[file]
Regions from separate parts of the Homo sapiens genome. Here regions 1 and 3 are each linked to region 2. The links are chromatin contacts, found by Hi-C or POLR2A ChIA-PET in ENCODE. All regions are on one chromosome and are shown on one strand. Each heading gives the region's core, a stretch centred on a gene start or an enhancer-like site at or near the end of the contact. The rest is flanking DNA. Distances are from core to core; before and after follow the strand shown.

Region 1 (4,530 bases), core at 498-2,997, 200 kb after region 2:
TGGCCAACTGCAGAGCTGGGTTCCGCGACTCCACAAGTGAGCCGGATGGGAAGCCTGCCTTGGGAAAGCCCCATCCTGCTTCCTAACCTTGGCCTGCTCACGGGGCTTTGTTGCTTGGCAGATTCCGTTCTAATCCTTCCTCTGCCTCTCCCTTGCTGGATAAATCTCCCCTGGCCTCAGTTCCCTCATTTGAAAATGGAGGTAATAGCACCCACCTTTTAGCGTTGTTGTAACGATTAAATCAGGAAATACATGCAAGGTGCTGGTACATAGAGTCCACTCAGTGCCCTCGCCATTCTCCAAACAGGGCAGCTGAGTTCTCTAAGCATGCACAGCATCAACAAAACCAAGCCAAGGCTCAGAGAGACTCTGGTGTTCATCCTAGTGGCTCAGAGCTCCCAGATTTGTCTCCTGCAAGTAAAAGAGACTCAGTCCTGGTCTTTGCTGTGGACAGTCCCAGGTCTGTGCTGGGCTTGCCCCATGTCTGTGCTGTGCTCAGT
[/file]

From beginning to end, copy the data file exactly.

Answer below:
Regions from separate parts of the Homo sapiens genome. Here regions 1 and 3 are each linked to region 2. The links are chromatin contacts, found by Hi-C or POLR2A ChIA-PET in ENCODE. All regions are on one chromosome and are shown on one strand. Each heading gives the region's core, a stretch centred on a gene start or an enhancer-like site at or near the end of the contact. The rest is flanking DNA. Distances are from core to core; before and after follow the strand shown.

Region 1 (4,530 bases), core at 498-2,997, 200 kb after region 2:
TGGCCAACTGCAGAGCTGGGTTCCGCGACTCCACAAGTGAGCCGGATGGGAAGCCTGCCTTGGGAAAGCCCCATCCTGCTTCCTAACCTTGGCCTGCTCACGGGGCTTTGTTGCTTGGCAGATTCCGTTCTAATCCTTCCTCTGCCTCTCCCTTGCTGGATAAATCTCCCCTGGCCTCAGTTCCCTCATTTGAAAATGGAGGTAATAGCACCCACCTTTTAGCGTTGTTGTAACGATTAAATCAGGAAATACATGCAAGGTGCTGGTACATAGAGTCCACTCAGTGCCCTCGCCATTCTCCAAACAGGGCAGCTGAGTTCTCTAAGCATGCACAGCATCAACAAAACCAAGCCAAGGCTCAGAGAGACTCTGGTGTTCATCCTAGTGGCTCAGAGCTCCCAGATTTGTCTCCTGCAAGTAAAAGAGACTCAGTCCTGGTCTTTGCTGTGGACAGTCCCAGGTCTGTGCTGGGCTTGCCCCATGTCTGTGCTGTGCTCAGT